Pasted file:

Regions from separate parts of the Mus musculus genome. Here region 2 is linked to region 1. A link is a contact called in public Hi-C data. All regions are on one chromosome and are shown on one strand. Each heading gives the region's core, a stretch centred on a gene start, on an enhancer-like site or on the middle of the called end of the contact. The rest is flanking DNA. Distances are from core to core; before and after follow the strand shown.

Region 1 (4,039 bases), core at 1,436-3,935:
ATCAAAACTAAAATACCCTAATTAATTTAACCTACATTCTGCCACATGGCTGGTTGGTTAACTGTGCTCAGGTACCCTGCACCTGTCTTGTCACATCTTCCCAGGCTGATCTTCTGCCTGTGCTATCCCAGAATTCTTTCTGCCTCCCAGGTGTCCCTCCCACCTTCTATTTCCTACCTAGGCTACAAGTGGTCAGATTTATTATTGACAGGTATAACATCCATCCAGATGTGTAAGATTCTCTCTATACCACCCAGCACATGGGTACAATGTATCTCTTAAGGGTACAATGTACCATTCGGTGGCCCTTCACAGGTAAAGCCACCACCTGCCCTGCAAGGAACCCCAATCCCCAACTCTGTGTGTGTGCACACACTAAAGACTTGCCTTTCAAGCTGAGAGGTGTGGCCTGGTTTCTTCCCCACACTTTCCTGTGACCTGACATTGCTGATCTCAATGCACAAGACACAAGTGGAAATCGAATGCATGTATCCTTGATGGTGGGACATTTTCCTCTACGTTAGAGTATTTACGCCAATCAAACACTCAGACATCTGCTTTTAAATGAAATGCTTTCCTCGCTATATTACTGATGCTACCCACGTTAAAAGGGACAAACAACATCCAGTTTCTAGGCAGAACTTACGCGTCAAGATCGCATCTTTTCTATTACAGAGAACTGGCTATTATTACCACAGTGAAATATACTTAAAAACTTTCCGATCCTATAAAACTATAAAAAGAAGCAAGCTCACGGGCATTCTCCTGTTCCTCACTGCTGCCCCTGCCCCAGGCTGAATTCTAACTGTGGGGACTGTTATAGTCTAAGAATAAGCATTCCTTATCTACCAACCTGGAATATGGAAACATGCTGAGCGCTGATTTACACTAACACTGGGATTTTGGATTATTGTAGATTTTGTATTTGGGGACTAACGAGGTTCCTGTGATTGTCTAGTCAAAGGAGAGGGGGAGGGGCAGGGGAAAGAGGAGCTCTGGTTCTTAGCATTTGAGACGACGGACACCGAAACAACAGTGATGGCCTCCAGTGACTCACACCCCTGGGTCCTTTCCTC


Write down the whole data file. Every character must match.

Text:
Regions from separate parts of the Mus musculus genome. Here region 2 is linked to region 1. A link is a contact called in public Hi-C data. All regions are on one chromosome and are shown on one strand. Each heading gives the region's core, a stretch centred on a gene start, on an enhancer-like site or on the middle of the called end of the contact. The rest is flanking DNA. Distances are from core to core; before and after follow the strand shown.

Region 1 (4,039 bases), core at 1,436-3,935:
ATCAAAACTAAAATACCCTAATTAATTTAACCTACATTCTGCCACATGGCTGGTTGGTTAACTGTGCTCAGGTACCCTGCACCTGTCTTGTCACATCTTCCCAGGCTGATCTTCTGCCTGTGCTATCCCAGAATTCTTTCTGCCTCCCAGGTGTCCCTCCCACCTTCTATTTCCTACCTAGGCTACAAGTGGTCAGATTTATTATTGACAGGTATAACATCCATCCAGATGTGTAAGATTCTCTCTATACCACCCAGCACATGGGTACAATGTATCTCTTAAGGGTACAATGTACCATTCGGTGGCCCTTCACAGGTAAAGCCACCACCTGCCCTGCAAGGAACCCCAATCCCCAACTCTGTGTGTGTGCACACACTAAAGACTTGCCTTTCAAGCTGAGAGGTGTGGCCTGGTTTCTTCCCCACACTTTCCTGTGACCTGACATTGCTGATCTCAATGCACAAGACACAAGTGGAAATCGAATGCATGTATCCTTGATGGTGGGACATTTTCCTCTACGTTAGAGTATTTACGCCAATCAAACACTCAGACATCTGCTTTTAAATGAAATGCTTTCCTCGCTATATTACTGATGCTACCCACGTTAAAAGGGACAAACAACATCCAGTTTCTAGGCAGAACTTACGCGTCAAGATCGCATCTTTTCTATTACAGAGAACTGGCTATTATTACCACAGTGAAATATACTTAAAAACTTTCCGATCCTATAAAACTATAAAAAGAAGCAAGCTCACGGGCATTCTCCTGTTCCTCACTGCTGCCCCTGCCCCAGGCTGAATTCTAACTGTGGGGACTGTTATAGTCTAAGAATAAGCATTCCTTATCTACCAACCTGGAATATGGAAACATGCTGAGCGCTGATTTACACTAACACTGGGATTTTGGATTATTGTAGATTTTGTATTTGGGGACTAACGAGGTTCCTGTGATTGTCTAGTCAAAGGAGAGGGGGAGGGGCAGGGGAAAGAGGAGCTCTGGTTCTTAGCATTTGAGACGACGGACACCGAAACAACAGTGATGGCCTCCAGTGACTCACACCCCTGGGTCCTTTCCTC